Mayor Marty Walsh said he expects protests and marches this week following the end of voting yesterday, but asked demonstrators to have their say early and break up by 9:30 p.m. so people can be home by the governor's 10 p.m. voluntary curfew.
"Remember the coronavirus," Walsh said at a City Hall press conference at which he said Boston's Covid-19 test positivity rate only dropped from 7.8% last week to 7.2% this week. ""Do not be marching around the streets of Boston at 11 o'clock tonight. We still have a pandemic."
Mixing national politics and Covid-19 - which he said were inextricably linked, in part because Covid-19 issues are one of the reasons the vote tallies in some states are so slow - Walsh acknowledged, that what Gov. Baker asked for earlier this week are tough requests, but necessary to bring infection rates down again, at least if people ever want to get back to nightlife and sporting events and to get kids back in schools.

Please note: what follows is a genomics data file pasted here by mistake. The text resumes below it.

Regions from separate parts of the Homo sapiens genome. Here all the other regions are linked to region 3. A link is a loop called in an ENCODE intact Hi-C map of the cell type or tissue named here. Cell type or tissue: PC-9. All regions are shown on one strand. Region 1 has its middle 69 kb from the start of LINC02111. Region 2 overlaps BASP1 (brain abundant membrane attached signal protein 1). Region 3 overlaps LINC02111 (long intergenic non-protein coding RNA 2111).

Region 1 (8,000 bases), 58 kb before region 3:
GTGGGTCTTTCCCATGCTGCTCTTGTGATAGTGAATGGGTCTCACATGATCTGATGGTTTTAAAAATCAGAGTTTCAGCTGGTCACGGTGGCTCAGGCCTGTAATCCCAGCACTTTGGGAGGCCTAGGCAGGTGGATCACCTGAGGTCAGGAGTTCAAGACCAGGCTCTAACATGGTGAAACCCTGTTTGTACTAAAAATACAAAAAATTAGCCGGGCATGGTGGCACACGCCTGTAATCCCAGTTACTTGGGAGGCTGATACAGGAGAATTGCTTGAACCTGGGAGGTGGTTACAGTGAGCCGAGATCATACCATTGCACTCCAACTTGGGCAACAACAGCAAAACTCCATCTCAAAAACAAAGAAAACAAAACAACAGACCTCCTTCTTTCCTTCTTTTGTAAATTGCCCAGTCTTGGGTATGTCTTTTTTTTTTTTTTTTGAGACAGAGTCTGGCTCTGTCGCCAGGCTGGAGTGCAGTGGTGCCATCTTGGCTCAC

Mask wearing, curfews and limiting the size of gatherings now will help break the spread and ensure the city and state don't have to make even tougher calls later, he said, noting Bostonians helped bring down Covid-19 rates from a May/June surge through such steps and they can do it again.
Returning to potential protests, the mayor said: "As of right now, I have no concern about violence in Boston."
Police Commissioner William Gross said Boston sent a message to the country yesterday about how to conduct an election peacefully. But he cautioned would-be miscreants to watch their steps: Boston and State Police and the National Guard are in constant contact and ready to roll out onto the streets should any trouble start.
Walsh declined to criticize Gov. Baker for blanking his ballot for president. The important thing, Walsh said, is that Baker voted - what somebody does once they have their ballot in front of them is their business.
Without naming him, though, Walsh criticized President Trump for calling for a premature end to the vote tallying and blathering about "fraud."